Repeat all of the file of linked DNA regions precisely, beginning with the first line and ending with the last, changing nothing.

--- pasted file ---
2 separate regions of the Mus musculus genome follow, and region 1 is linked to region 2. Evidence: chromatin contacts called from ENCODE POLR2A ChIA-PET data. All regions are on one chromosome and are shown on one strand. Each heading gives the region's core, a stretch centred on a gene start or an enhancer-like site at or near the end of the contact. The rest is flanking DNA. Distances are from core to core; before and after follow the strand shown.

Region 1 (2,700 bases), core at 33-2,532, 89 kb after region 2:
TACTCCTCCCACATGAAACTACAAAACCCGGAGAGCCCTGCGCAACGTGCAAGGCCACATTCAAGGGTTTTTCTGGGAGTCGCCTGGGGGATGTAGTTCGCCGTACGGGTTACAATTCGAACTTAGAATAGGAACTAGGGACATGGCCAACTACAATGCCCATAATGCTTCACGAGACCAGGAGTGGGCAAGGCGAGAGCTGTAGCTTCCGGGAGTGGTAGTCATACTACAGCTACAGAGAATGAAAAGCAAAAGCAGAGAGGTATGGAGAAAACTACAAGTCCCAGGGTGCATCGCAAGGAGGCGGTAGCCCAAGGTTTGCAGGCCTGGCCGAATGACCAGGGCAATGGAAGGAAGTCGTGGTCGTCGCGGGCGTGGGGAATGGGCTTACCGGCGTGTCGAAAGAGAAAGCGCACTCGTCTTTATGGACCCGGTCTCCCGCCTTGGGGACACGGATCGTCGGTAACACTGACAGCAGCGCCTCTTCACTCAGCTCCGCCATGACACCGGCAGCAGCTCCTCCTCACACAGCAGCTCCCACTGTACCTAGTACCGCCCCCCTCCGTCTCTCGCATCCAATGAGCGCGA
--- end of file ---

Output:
2 separate regions of the Mus musculus genome follow, and region 1 is linked to region 2. Evidence: chromatin contacts called from ENCODE POLR2A ChIA-PET data. All regions are on one chromosome and are shown on one strand. Each heading gives the region's core, a stretch centred on a gene start or an enhancer-like site at or near the end of the contact. The rest is flanking DNA. Distances are from core to core; before and after follow the strand shown.

Region 1 (2,700 bases), core at 33-2,532, 89 kb after region 2:
TACTCCTCCCACATGAAACTACAAAACCCGGAGAGCCCTGCGCAACGTGCAAGGCCACATTCAAGGGTTTTTCTGGGAGTCGCCTGGGGGATGTAGTTCGCCGTACGGGTTACAATTCGAACTTAGAATAGGAACTAGGGACATGGCCAACTACAATGCCCATAATGCTTCACGAGACCAGGAGTGGGCAAGGCGAGAGCTGTAGCTTCCGGGAGTGGTAGTCATACTACAGCTACAGAGAATGAAAAGCAAAAGCAGAGAGGTATGGAGAAAACTACAAGTCCCAGGGTGCATCGCAAGGAGGCGGTAGCCCAAGGTTTGCAGGCCTGGCCGAATGACCAGGGCAATGGAAGGAAGTCGTGGTCGTCGCGGGCGTGGGGAATGGGCTTACCGGCGTGTCGAAAGAGAAAGCGCACTCGTCTTTATGGACCCGGTCTCCCGCCTTGGGGACACGGATCGTCGGTAACACTGACAGCAGCGCCTCTTCACTCAGCTCCGCCATGACACCGGCAGCAGCTCCTCCTCACACAGCAGCTCCCACTGTACCTAGTACCGCCCCCCTCCGTCTCTCGCATCCAATGAGCGCGA